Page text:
The British Empire and the Second World War
In 1939 Hitler went to war not just with Great Britain; he also went to war with the whole of the British Empire, the greatest empire that there had ever been. In the years since 1945 that empire has disappeared, and the crucial fact that the British Empire fought together as a whole during the war has been forgotten. All the parts of the empire joined the struggle and were involved in it from the beginning, undergoing huge changes and sometimes suffering great losses as a result. The war in the desert, the defence of Malta and the Malayan campaign, and the contribution of the empire as a whole in terms of supplies, communications and troops, all reflect the strategic importance of Britain's imperial status. Men and women not only from Australia, New Zealand and India but from many parts of Africa and the Middle East all played their part. Winston Churchill saw the war throughout in imperial terms. The British Empire and the Second World War emphasises a central fact about the Second World War that is often forgotten.
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It goes without saying that the contribution of America and Russia was pivotal, in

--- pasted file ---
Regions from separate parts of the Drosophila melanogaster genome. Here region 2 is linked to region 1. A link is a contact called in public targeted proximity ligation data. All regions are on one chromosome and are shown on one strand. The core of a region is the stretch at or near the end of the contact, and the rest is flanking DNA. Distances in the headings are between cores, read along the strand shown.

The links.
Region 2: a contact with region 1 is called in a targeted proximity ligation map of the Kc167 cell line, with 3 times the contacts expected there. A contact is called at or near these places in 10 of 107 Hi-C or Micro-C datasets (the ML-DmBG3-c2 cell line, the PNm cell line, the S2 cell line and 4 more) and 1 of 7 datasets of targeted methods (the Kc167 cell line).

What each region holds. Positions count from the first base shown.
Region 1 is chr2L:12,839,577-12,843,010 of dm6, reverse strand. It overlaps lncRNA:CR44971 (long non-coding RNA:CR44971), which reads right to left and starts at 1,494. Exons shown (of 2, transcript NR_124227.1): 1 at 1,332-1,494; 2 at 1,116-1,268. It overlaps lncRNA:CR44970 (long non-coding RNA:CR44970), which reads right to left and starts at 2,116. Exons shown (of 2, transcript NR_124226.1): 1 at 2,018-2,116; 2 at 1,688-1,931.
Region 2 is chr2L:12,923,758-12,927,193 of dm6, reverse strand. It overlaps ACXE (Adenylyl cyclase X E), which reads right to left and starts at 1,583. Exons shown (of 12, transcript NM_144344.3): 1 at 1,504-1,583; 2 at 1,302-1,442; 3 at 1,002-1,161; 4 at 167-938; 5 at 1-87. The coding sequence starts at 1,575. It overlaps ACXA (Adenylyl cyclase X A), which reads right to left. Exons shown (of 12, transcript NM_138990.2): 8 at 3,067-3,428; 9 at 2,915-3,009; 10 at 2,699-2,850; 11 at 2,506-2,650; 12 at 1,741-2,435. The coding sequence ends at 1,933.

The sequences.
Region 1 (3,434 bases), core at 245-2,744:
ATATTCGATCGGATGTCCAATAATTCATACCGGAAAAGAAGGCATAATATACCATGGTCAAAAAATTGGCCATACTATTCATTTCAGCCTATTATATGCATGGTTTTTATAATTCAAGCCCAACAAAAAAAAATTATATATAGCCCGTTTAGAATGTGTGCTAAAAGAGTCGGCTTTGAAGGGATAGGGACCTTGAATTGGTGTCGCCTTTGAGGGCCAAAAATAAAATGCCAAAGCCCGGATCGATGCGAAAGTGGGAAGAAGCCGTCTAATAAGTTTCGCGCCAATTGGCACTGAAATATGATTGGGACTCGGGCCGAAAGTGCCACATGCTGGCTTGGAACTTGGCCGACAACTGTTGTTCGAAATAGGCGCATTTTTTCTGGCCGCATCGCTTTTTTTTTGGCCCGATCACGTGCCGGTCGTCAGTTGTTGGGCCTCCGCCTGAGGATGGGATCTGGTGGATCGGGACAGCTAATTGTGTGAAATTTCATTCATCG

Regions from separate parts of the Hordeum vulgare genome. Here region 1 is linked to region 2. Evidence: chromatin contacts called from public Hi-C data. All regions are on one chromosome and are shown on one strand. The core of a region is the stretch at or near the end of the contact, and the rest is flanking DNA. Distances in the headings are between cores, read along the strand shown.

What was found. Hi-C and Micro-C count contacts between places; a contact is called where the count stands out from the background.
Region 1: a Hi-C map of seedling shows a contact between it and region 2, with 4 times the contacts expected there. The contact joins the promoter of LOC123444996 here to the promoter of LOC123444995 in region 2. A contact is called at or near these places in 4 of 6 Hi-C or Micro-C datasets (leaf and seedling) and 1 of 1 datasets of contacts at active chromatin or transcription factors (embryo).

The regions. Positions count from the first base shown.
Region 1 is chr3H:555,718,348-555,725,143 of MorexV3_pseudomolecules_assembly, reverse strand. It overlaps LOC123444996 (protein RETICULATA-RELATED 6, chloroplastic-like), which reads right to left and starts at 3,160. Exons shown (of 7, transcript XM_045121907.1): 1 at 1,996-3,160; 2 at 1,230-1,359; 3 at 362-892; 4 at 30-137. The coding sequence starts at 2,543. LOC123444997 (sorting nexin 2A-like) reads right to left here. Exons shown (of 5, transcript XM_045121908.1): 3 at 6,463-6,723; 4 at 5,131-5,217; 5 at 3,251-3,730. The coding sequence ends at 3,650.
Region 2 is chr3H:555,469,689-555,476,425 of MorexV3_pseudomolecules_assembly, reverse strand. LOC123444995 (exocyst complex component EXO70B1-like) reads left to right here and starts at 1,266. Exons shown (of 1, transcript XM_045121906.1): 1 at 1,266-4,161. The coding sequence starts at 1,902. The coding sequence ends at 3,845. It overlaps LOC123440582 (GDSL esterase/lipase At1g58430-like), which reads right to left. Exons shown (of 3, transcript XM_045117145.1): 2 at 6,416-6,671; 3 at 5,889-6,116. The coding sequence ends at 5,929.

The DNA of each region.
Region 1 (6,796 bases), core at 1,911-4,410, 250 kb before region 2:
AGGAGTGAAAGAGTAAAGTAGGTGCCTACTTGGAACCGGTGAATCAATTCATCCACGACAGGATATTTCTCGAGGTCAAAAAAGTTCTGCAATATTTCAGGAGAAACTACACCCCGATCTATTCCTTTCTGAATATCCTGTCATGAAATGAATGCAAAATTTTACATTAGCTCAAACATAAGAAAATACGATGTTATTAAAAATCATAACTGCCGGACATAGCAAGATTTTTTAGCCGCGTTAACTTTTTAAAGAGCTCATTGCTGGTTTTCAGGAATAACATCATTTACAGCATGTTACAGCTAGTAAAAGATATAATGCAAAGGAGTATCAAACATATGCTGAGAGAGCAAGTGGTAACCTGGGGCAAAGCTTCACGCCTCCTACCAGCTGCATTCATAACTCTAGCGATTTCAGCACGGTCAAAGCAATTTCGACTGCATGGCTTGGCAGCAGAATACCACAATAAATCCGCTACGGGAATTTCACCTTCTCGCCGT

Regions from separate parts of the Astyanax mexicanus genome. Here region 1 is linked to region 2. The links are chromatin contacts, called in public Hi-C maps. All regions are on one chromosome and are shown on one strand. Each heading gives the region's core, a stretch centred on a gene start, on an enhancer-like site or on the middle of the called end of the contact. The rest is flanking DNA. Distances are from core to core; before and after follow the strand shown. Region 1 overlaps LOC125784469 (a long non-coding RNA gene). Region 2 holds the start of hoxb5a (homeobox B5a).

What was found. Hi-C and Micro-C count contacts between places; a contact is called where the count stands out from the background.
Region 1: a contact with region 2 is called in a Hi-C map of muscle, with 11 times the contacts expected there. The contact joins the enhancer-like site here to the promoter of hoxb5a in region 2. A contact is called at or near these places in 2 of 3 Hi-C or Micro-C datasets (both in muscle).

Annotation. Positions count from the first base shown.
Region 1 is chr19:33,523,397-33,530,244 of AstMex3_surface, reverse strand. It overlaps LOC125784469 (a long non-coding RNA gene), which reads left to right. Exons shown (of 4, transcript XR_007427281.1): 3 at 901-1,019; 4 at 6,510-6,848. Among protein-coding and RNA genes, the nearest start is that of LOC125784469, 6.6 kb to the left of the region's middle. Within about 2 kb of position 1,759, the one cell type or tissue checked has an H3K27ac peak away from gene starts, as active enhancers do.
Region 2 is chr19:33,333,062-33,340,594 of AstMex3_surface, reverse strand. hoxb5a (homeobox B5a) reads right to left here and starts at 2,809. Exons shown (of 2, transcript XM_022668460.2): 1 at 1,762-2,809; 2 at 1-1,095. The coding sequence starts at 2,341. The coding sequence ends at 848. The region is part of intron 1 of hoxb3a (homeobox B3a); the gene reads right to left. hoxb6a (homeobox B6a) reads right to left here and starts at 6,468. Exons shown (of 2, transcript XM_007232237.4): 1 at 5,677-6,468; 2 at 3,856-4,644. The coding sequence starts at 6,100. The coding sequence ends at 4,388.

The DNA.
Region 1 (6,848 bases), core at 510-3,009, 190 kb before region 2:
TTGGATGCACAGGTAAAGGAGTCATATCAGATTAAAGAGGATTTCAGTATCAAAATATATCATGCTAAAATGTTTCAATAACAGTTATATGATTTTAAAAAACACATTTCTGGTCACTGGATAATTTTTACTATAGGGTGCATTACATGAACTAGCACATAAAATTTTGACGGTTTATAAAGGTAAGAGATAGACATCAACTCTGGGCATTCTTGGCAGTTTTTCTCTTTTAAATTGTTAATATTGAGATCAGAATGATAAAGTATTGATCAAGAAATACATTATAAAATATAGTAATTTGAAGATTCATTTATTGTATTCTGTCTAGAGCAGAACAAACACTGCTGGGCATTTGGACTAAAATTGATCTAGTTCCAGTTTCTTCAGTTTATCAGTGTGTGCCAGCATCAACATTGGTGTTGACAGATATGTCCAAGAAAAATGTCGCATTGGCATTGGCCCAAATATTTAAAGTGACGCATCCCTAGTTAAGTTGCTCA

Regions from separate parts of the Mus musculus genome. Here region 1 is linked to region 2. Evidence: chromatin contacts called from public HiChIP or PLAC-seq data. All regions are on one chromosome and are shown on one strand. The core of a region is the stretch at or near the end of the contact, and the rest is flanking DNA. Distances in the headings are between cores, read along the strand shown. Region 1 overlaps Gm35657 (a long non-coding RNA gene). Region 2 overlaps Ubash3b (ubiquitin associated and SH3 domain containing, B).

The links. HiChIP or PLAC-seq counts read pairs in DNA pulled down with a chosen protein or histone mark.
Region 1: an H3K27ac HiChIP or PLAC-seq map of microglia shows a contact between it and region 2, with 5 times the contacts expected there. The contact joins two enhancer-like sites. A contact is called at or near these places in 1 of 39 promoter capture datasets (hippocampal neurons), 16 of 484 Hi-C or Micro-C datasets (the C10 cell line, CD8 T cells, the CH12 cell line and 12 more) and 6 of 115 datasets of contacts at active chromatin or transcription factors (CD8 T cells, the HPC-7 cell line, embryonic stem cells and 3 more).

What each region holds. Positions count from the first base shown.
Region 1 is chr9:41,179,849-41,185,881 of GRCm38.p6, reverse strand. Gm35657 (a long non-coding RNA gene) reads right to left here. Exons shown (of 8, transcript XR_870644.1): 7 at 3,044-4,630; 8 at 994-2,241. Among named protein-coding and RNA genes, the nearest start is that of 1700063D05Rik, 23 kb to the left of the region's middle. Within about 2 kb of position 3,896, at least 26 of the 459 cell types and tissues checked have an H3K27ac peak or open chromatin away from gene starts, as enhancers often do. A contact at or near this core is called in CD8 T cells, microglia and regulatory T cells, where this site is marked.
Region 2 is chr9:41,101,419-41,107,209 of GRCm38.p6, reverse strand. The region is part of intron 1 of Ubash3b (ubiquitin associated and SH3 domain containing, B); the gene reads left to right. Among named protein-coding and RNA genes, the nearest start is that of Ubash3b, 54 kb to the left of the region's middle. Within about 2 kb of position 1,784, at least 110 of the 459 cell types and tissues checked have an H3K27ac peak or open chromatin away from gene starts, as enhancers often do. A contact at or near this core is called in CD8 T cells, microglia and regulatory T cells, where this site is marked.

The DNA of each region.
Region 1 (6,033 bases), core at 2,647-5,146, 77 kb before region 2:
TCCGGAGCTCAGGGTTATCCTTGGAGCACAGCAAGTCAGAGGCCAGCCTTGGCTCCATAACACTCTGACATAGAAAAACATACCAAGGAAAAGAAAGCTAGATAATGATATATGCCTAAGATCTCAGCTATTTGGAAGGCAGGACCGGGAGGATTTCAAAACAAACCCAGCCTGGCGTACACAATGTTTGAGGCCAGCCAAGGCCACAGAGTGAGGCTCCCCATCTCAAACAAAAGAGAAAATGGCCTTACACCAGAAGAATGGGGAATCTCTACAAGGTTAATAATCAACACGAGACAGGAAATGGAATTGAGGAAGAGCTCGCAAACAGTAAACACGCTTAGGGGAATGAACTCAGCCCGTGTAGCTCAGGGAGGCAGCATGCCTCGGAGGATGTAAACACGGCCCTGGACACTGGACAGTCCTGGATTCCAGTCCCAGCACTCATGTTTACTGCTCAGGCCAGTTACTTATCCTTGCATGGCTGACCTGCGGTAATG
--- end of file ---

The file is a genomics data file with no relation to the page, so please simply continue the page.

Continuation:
the case of America both before and after it became embroiled in hostilities with
Germany and Japan. In almost every theatre, and in Britain itself, American ...
acknowledgement of America's role as the ultimate defender of Canadian
territorial integrity as that nation's military formations ... American defence
guarantees were important when it looked as if Britain might succumb to
Germany in 1940-41.
Inevitably the unprecedented levels of joint Anglo-American involvement and
cooperation in Caribbean affairs led to friction. The construction of American
bases in so many Caribbean colonies was closely monitored in Whitehall,
anxious to ...
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The Approach of War
The Home Front
The Caribbean 177
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